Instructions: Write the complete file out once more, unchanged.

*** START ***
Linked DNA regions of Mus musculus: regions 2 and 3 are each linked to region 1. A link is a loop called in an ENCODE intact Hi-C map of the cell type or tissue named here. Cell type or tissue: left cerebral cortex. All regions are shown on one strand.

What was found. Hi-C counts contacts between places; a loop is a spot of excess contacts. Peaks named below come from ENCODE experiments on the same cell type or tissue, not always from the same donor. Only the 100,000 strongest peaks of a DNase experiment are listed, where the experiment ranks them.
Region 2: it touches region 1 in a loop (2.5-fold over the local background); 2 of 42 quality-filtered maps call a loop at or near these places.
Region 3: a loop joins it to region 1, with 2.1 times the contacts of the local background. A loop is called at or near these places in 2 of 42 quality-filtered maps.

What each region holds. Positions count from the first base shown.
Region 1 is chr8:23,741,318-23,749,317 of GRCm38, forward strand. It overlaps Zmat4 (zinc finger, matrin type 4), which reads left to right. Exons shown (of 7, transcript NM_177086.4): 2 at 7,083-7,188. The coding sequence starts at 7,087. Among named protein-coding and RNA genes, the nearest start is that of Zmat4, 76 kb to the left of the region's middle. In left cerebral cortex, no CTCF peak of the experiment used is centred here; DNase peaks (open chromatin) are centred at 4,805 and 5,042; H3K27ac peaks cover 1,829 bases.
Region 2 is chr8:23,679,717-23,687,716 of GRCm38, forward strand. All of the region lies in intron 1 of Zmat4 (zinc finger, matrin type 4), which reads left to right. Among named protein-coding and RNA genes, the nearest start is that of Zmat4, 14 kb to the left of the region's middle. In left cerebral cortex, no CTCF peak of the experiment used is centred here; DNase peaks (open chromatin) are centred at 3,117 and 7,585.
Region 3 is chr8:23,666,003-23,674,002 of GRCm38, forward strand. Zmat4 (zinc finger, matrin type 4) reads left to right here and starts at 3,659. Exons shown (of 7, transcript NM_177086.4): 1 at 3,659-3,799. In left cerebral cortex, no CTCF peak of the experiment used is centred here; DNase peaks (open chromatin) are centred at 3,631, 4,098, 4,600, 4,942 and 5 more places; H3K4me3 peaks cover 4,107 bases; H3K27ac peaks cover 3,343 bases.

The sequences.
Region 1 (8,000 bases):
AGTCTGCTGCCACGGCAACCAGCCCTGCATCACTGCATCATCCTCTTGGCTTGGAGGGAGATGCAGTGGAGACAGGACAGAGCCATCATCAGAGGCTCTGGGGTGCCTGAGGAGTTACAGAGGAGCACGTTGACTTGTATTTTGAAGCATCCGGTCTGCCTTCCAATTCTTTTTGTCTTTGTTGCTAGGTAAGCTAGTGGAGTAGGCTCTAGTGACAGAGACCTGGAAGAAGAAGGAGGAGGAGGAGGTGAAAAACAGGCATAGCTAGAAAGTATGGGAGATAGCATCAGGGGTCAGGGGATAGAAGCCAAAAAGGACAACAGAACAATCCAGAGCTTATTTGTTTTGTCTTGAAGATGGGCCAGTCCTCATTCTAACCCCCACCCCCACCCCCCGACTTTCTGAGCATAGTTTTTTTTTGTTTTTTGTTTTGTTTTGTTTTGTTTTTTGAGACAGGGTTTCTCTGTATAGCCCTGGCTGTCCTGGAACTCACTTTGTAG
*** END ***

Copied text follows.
Linked DNA regions of Mus musculus: regions 2 and 3 are each linked to region 1. A link is a loop called in an ENCODE intact Hi-C map of the cell type or tissue named here. Cell type or tissue: left cerebral cortex. All regions are shown on one strand.

What was found. Hi-C counts contacts between places; a loop is a spot of excess contacts. Peaks named below come from ENCODE experiments on the same cell type or tissue, not always from the same donor. Only the 100,000 strongest peaks of a DNase experiment are listed, where the experiment ranks them.
Region 2: it touches region 1 in a loop (2.5-fold over the local background); 2 of 42 quality-filtered maps call a loop at or near these places.
Region 3: a loop joins it to region 1, with 2.1 times the contacts of the local background. A loop is called at or near these places in 2 of 42 quality-filtered maps.

What each region holds. Positions count from the first base shown.
Region 1 is chr8:23,741,318-23,749,317 of GRCm38, forward strand. It overlaps Zmat4 (zinc finger, matrin type 4), which reads left to right. Exons shown (of 7, transcript NM_177086.4): 2 at 7,083-7,188. The coding sequence starts at 7,087. Among named protein-coding and RNA genes, the nearest start is that of Zmat4, 76 kb to the left of the region's middle. In left cerebral cortex, no CTCF peak of the experiment used is centred here; DNase peaks (open chromatin) are centred at 4,805 and 5,042; H3K27ac peaks cover 1,829 bases.
Region 2 is chr8:23,679,717-23,687,716 of GRCm38, forward strand. All of the region lies in intron 1 of Zmat4 (zinc finger, matrin type 4), which reads left to right. Among named protein-coding and RNA genes, the nearest start is that of Zmat4, 14 kb to the left of the region's middle. In left cerebral cortex, no CTCF peak of the experiment used is centred here; DNase peaks (open chromatin) are centred at 3,117 and 7,585.
Region 3 is chr8:23,666,003-23,674,002 of GRCm38, forward strand. Zmat4 (zinc finger, matrin type 4) reads left to right here and starts at 3,659. Exons shown (of 7, transcript NM_177086.4): 1 at 3,659-3,799. In left cerebral cortex, no CTCF peak of the experiment used is centred here; DNase peaks (open chromatin) are centred at 3,631, 4,098, 4,600, 4,942 and 5 more places; H3K4me3 peaks cover 4,107 bases; H3K27ac peaks cover 3,343 bases.

The sequences.
Region 1 (8,000 bases):
AGTCTGCTGCCACGGCAACCAGCCCTGCATCACTGCATCATCCTCTTGGCTTGGAGGGAGATGCAGTGGAGACAGGACAGAGCCATCATCAGAGGCTCTGGGGTGCCTGAGGAGTTACAGAGGAGCACGTTGACTTGTATTTTGAAGCATCCGGTCTGCCTTCCAATTCTTTTTGTCTTTGTTGCTAGGTAAGCTAGTGGAGTAGGCTCTAGTGACAGAGACCTGGAAGAAGAAGGAGGAGGAGGAGGTGAAAAACAGGCATAGCTAGAAAGTATGGGAGATAGCATCAGGGGTCAGGGGATAGAAGCCAAAAAGGACAACAGAACAATCCAGAGCTTATTTGTTTTGTCTTGAAGATGGGCCAGTCCTCATTCTAACCCCCACCCCCACCCCCCGACTTTCTGAGCATAGTTTTTTTTTGTTTTTTGTTTTGTTTTGTTTTGTTTTTTGAGACAGGGTTTCTCTGTATAGCCCTGGCTGTCCTGGAACTCACTTTGTAG